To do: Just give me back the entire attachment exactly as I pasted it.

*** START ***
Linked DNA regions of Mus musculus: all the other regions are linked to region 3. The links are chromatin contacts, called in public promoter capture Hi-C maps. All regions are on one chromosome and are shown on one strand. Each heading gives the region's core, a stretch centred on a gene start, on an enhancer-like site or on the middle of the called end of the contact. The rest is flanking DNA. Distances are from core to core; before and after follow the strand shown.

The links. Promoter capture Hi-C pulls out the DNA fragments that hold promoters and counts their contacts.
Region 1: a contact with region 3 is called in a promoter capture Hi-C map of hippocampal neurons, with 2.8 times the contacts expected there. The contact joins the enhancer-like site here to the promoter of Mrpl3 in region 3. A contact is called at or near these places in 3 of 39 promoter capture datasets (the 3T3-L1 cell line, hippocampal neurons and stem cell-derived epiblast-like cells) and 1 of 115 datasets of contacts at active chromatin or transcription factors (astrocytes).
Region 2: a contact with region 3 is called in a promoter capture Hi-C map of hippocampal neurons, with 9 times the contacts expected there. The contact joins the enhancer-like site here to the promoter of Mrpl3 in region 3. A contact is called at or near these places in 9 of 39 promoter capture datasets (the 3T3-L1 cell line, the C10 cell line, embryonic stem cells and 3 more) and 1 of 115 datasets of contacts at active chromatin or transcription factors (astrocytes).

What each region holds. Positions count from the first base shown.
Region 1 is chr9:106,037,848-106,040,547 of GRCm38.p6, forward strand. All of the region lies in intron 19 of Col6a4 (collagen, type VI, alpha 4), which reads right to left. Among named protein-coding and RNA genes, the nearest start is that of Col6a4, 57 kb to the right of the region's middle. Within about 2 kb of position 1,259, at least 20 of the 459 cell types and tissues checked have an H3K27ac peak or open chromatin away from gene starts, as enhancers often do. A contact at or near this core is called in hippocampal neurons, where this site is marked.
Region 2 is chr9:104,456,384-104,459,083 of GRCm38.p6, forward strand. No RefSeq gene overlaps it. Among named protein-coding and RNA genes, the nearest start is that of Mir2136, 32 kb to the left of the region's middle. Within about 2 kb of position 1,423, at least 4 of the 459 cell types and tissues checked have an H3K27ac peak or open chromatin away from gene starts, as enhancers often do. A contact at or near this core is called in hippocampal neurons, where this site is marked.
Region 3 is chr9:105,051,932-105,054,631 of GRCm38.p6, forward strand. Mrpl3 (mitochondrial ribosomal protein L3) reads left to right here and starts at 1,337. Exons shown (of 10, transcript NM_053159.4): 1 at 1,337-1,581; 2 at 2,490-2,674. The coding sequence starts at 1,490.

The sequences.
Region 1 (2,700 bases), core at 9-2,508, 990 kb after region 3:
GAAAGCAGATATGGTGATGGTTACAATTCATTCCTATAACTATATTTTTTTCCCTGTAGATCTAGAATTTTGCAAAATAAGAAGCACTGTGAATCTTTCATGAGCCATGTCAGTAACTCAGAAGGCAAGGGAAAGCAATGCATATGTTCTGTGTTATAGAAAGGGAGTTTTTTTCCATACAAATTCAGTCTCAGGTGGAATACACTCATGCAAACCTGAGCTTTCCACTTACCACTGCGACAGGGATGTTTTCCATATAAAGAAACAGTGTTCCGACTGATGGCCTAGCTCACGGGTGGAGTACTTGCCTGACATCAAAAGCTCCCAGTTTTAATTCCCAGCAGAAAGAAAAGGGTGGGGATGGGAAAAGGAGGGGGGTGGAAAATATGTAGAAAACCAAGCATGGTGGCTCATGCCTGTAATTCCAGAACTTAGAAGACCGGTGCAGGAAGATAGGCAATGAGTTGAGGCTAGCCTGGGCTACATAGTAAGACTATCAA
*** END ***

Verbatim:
Linked DNA regions of Mus musculus: all the other regions are linked to region 3. The links are chromatin contacts, called in public promoter capture Hi-C maps. All regions are on one chromosome and are shown on one strand. Each heading gives the region's core, a stretch centred on a gene start, on an enhancer-like site or on the middle of the called end of the contact. The rest is flanking DNA. Distances are from core to core; before and after follow the strand shown.

The links. Promoter capture Hi-C pulls out the DNA fragments that hold promoters and counts their contacts.
Region 1: a contact with region 3 is called in a promoter capture Hi-C map of hippocampal neurons, with 2.8 times the contacts expected there. The contact joins the enhancer-like site here to the promoter of Mrpl3 in region 3. A contact is called at or near these places in 3 of 39 promoter capture datasets (the 3T3-L1 cell line, hippocampal neurons and stem cell-derived epiblast-like cells) and 1 of 115 datasets of contacts at active chromatin or transcription factors (astrocytes).
Region 2: a contact with region 3 is called in a promoter capture Hi-C map of hippocampal neurons, with 9 times the contacts expected there. The contact joins the enhancer-like site here to the promoter of Mrpl3 in region 3. A contact is called at or near these places in 9 of 39 promoter capture datasets (the 3T3-L1 cell line, the C10 cell line, embryonic stem cells and 3 more) and 1 of 115 datasets of contacts at active chromatin or transcription factors (astrocytes).

What each region holds. Positions count from the first base shown.
Region 1 is chr9:106,037,848-106,040,547 of GRCm38.p6, forward strand. All of the region lies in intron 19 of Col6a4 (collagen, type VI, alpha 4), which reads right to left. Among named protein-coding and RNA genes, the nearest start is that of Col6a4, 57 kb to the right of the region's middle. Within about 2 kb of position 1,259, at least 20 of the 459 cell types and tissues checked have an H3K27ac peak or open chromatin away from gene starts, as enhancers often do. A contact at or near this core is called in hippocampal neurons, where this site is marked.
Region 2 is chr9:104,456,384-104,459,083 of GRCm38.p6, forward strand. No RefSeq gene overlaps it. Among named protein-coding and RNA genes, the nearest start is that of Mir2136, 32 kb to the left of the region's middle. Within about 2 kb of position 1,423, at least 4 of the 459 cell types and tissues checked have an H3K27ac peak or open chromatin away from gene starts, as enhancers often do. A contact at or near this core is called in hippocampal neurons, where this site is marked.
Region 3 is chr9:105,051,932-105,054,631 of GRCm38.p6, forward strand. Mrpl3 (mitochondrial ribosomal protein L3) reads left to right here and starts at 1,337. Exons shown (of 10, transcript NM_053159.4): 1 at 1,337-1,581; 2 at 2,490-2,674. The coding sequence starts at 1,490.

The sequences.
Region 1 (2,700 bases), core at 9-2,508, 990 kb after region 3:
GAAAGCAGATATGGTGATGGTTACAATTCATTCCTATAACTATATTTTTTTCCCTGTAGATCTAGAATTTTGCAAAATAAGAAGCACTGTGAATCTTTCATGAGCCATGTCAGTAACTCAGAAGGCAAGGGAAAGCAATGCATATGTTCTGTGTTATAGAAAGGGAGTTTTTTTCCATACAAATTCAGTCTCAGGTGGAATACACTCATGCAAACCTGAGCTTTCCACTTACCACTGCGACAGGGATGTTTTCCATATAAAGAAACAGTGTTCCGACTGATGGCCTAGCTCACGGGTGGAGTACTTGCCTGACATCAAAAGCTCCCAGTTTTAATTCCCAGCAGAAAGAAAAGGGTGGGGATGGGAAAAGGAGGGGGGTGGAAAATATGTAGAAAACCAAGCATGGTGGCTCATGCCTGTAATTCCAGAACTTAGAAGACCGGTGCAGGAAGATAGGCAATGAGTTGAGGCTAGCCTGGGCTACATAGTAAGACTATCAA